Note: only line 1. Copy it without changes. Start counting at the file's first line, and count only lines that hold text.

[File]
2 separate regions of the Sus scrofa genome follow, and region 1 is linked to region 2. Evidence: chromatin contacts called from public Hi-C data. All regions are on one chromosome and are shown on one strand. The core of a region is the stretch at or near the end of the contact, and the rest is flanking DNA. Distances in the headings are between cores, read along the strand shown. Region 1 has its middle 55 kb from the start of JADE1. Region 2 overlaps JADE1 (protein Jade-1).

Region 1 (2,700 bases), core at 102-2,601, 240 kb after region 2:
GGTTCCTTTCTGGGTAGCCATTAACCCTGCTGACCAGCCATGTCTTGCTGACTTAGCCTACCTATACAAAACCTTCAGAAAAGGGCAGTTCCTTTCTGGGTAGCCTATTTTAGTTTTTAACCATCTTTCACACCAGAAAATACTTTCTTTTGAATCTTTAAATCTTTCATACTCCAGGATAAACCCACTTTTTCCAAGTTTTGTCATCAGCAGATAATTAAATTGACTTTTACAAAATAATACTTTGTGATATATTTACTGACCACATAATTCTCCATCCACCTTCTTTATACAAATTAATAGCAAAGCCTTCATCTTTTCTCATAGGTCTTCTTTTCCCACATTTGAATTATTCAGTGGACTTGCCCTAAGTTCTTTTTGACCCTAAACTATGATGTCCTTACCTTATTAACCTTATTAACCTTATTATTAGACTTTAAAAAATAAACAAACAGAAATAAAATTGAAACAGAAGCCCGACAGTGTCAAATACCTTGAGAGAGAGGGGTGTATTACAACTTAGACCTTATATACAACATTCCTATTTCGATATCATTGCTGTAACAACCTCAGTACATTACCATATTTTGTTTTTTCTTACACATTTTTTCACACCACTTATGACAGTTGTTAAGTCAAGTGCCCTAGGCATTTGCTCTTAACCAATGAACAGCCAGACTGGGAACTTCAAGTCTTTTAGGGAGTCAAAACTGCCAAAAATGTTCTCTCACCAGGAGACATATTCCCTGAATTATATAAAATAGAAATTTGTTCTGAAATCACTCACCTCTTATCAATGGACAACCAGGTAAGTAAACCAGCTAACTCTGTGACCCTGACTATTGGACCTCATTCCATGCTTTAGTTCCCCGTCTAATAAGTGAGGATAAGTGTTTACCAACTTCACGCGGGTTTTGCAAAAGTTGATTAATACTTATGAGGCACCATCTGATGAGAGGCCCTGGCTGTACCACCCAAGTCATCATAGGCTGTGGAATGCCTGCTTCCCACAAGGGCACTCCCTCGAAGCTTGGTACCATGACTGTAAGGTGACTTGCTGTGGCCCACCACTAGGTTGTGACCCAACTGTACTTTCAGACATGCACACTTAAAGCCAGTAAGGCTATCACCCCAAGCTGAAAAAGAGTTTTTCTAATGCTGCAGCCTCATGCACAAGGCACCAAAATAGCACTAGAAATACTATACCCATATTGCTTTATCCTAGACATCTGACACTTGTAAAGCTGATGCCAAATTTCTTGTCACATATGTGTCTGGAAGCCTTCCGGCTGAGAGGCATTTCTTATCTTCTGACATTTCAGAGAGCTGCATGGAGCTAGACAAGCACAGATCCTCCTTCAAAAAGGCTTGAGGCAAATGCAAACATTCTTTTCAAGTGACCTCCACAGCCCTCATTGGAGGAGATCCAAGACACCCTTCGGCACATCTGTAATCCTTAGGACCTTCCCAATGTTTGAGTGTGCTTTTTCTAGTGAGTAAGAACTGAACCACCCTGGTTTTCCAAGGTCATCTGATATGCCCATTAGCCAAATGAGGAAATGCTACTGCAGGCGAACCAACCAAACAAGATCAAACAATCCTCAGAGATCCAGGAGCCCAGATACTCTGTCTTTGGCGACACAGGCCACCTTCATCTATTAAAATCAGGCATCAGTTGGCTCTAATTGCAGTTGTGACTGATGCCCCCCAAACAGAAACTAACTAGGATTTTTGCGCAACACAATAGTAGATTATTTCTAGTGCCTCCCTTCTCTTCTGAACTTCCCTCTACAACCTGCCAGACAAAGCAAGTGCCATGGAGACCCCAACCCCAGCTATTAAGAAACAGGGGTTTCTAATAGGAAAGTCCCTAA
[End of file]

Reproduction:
2 separate regions of the Sus scrofa genome follow, and region 1 is linked to region 2. Evidence: chromatin contacts called from public Hi-C data. All regions are on one chromosome and are shown on one strand. The core of a region is the stretch at or near the end of the contact, and the rest is flanking DNA. Distances in the headings are between cores, read along the strand shown. Region 1 has its middle 55 kb from the start of JADE1. Region 2 overlaps JADE1 (protein Jade-1).